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#1
Old 07-31-2014, 03:12 PM
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The teenager mustache. I fucking hate it.

So my youngest son's mustache has grown in. I keep dropping hints to my son that he should shave it, but he just wont take the hint!


I'm starting this thread to gauge other people's opinion on the teenaged mustache. (Not my son in pic.)


So, do y'all hate it as much as I do?
#2
Old 07-31-2014, 03:13 PM
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yes

Almost all things teenagers think are cool bother me. But, I suppose that's the point.
#3
Old 07-31-2014, 03:17 PM
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He gets the hint, believe me. If you really want him to shave it, try praising it -- or even better, imitating it.
#4
Old 07-31-2014, 03:19 PM
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Shaving wasn't optional in my dad's house.

I grew a beard in college and dad wasn't too happy when I came home for holidays. I kept it well into my thirties. Always neatly trimmed for work. It got some gray in it and had to go. Theres a point where a beard ages a guy by 10 years. Not cool when you're approaching 40.

Last edited by aceplace57; 07-31-2014 at 03:23 PM.
#5
Old 07-31-2014, 03:23 PM
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Originally Posted by aceplace57 View Post
Shaving wasn't optional in my dad's house.
.
Nor was it in mine.


I never had an issue with shaving but I still remember being quite pissed at my parents for not letting me grow my hair out. So with that memory still burned into my head, I'm not going to force the issue with my son.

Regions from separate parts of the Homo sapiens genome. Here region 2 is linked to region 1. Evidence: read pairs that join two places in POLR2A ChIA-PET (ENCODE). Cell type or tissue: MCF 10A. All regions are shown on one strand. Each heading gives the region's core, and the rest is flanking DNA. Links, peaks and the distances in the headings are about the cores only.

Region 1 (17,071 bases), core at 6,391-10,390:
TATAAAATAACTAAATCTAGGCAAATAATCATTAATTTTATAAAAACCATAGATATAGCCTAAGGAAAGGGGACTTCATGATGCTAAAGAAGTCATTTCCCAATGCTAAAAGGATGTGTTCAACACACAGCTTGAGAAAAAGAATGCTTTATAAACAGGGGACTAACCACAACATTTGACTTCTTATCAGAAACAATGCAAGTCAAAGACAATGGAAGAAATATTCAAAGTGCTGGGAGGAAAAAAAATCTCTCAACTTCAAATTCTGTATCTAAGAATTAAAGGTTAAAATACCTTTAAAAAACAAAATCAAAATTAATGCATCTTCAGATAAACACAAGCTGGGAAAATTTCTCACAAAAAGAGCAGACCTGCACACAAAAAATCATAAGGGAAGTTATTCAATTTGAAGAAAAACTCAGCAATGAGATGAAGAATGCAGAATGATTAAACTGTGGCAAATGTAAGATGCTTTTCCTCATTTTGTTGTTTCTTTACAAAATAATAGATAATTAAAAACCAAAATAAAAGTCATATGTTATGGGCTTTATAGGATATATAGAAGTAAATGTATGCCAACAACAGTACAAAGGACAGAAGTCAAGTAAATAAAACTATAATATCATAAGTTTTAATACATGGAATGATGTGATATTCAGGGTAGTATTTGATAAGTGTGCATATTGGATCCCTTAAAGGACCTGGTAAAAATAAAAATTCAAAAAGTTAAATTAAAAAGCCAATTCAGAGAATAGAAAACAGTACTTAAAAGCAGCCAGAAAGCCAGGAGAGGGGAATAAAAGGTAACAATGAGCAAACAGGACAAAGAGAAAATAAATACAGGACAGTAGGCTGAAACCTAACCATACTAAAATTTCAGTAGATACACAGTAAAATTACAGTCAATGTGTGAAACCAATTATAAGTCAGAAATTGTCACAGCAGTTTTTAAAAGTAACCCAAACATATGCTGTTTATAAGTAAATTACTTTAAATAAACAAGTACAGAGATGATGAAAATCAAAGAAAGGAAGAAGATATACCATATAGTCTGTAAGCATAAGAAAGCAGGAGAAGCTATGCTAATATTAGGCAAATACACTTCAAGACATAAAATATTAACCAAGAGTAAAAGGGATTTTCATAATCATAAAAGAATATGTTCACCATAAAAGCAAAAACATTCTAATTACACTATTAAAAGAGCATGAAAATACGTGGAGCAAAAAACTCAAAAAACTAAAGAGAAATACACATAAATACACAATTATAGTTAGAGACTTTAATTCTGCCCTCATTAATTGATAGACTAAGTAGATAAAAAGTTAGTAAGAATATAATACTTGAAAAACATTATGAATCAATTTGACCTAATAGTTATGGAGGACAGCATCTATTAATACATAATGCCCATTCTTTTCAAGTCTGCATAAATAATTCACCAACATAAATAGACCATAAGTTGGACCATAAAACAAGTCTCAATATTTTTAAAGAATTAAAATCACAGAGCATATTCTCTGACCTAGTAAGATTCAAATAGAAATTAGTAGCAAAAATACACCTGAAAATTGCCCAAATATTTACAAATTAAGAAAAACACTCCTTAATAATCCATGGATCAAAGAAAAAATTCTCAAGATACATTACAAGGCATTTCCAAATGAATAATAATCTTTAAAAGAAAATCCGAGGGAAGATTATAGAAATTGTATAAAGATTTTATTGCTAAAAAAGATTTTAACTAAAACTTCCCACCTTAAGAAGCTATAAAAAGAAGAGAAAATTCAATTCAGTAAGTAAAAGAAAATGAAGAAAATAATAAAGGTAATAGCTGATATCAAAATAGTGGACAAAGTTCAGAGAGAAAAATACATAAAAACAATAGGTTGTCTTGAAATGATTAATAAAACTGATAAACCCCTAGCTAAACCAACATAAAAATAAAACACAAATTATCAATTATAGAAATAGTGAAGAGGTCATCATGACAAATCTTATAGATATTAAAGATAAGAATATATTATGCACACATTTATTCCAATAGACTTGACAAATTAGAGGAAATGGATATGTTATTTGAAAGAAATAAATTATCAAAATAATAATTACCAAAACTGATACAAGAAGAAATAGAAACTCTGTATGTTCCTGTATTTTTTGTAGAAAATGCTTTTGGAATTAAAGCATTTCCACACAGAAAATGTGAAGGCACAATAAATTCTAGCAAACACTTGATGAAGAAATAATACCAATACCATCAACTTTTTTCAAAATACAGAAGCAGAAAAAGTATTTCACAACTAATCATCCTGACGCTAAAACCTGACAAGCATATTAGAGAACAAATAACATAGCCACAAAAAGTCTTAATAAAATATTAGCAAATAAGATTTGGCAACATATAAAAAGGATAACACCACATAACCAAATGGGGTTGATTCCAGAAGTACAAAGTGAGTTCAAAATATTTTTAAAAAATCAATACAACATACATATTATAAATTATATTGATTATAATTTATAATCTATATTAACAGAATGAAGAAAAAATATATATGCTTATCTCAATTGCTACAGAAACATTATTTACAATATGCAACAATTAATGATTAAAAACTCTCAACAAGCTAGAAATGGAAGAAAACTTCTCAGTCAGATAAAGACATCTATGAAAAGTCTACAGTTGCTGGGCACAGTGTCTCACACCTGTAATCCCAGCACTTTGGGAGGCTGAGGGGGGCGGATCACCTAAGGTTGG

#6
Old 07-31-2014, 03:25 PM
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Quote:
Originally Posted by Shakes View Post
I'm starting this thread to gauge other people's opinion on the teenaged mustache. (Not my son in pic.)
Unfair use of comparison photo detected.
#7
Old 07-31-2014, 03:58 PM
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My teenager is strawberry blond on the head. And his mustache is white. Which is awesome, because I only have to see it when the sun hits it in a certain way.
#8
Old 07-31-2014, 04:24 PM
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Mustaches are usually just as awful on grown men.
#9
Old 07-31-2014, 04:37 PM
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My mother seemed obsessed with hair, head hair or facial hair, and that obsession continues into her 80s. She about had a stroke when the Beatles and their hair appeared on Ed Sullivan. She hounded me all thru high school to get my hair cut, even tho the style was long, straight, and parted in the middle. You can imagine how she reacted when my 49-y/o sister changed her hair from bright red to lime green to sunshine yellow to hot pink.

Anyway, after listening to that crap all my life, I came to the conclusion that hair is not worth fretting about. No matter how a kid cuts it, styles it, colors it, or adorns it, it can eventually grow out and be perfectly normal. Seems to me it's a pretty harmless self-expression, even if I think it looks silly. And if it costs the kid a job opportunity, that's called a life lesson.

I draw the line at hygiene, and I'm pretty sure I wouldn't be as understanding of a kid with an obscenity shaved into his/her hair, but in the grand scheme of things, it's just hair. If the worst thing a boy does is sport a cheesy mustache, I think that's pretty good.
#10
Old 07-31-2014, 04:40 PM
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It's his body.
#11
Old 07-31-2014, 04:53 PM
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Quote:
Originally Posted by Shakes View Post
So my youngest son's mustache has grown in. I keep dropping hints to my son that he should shave it, but he just wont take the hint!


I'm starting this thread to gauge other people's opinion on the teenaged mustache. (Not my son in pic.)


So, do y'all hate it as much as I do?
If it looks at all like the one in that photo, then absolutely yes, it must be undone. I've only seen one person effectively pull that thing off.